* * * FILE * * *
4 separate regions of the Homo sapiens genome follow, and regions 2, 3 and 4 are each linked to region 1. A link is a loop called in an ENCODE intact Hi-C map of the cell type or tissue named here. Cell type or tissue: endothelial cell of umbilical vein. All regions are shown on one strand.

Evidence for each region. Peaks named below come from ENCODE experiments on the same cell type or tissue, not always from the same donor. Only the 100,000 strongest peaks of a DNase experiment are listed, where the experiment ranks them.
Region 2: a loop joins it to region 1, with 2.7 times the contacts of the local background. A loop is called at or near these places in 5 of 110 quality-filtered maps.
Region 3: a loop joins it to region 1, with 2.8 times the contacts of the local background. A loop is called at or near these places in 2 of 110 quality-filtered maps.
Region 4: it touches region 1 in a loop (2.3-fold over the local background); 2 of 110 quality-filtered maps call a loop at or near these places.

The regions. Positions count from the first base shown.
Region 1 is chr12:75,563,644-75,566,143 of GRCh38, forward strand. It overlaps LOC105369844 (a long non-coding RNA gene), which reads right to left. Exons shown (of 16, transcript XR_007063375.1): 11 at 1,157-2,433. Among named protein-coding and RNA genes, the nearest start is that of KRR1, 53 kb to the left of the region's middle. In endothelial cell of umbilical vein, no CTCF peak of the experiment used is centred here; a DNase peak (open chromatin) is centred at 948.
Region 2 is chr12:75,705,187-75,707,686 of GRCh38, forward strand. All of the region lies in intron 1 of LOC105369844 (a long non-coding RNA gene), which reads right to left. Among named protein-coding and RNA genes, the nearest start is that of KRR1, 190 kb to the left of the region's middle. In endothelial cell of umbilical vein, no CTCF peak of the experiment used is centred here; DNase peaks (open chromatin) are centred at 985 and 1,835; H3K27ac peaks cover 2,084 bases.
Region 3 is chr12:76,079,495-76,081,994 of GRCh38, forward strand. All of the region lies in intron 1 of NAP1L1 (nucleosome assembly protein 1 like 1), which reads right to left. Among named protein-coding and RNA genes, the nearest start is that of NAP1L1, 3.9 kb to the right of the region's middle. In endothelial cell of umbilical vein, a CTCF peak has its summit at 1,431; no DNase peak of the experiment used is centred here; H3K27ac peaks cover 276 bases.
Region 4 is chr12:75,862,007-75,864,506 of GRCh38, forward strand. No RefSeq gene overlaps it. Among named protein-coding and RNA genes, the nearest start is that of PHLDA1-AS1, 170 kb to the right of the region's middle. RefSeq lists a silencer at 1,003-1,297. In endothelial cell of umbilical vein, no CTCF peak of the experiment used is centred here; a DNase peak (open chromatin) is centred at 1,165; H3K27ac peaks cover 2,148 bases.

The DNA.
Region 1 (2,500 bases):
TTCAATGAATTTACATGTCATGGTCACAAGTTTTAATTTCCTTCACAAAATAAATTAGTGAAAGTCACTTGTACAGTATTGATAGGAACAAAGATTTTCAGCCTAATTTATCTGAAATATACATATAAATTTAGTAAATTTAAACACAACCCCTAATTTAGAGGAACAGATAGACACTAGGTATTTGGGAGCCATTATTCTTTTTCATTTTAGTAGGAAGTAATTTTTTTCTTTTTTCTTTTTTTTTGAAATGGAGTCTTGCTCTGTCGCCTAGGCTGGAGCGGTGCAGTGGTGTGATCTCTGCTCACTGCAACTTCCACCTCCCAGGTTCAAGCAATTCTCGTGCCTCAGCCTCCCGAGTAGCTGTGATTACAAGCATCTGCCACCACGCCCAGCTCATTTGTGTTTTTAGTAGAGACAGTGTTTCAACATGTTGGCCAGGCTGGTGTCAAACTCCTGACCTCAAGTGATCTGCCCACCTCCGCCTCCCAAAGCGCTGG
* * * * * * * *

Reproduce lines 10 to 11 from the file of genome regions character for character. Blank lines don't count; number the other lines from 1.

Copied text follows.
Region 4 is chr12:75,862,007-75,864,506 of GRCh38, forward strand. No RefSeq gene overlaps it. Among named protein-coding and RNA genes, the nearest start is that of PHLDA1-AS1, 170 kb to the right of the region's middle. RefSeq lists a silencer at 1,003-1,297. In endothelial cell of umbilical vein, no CTCF peak of the experiment used is centred here; a DNase peak (open chromatin) is centred at 1,165; H3K27ac peaks cover 2,148 bases.

The DNA.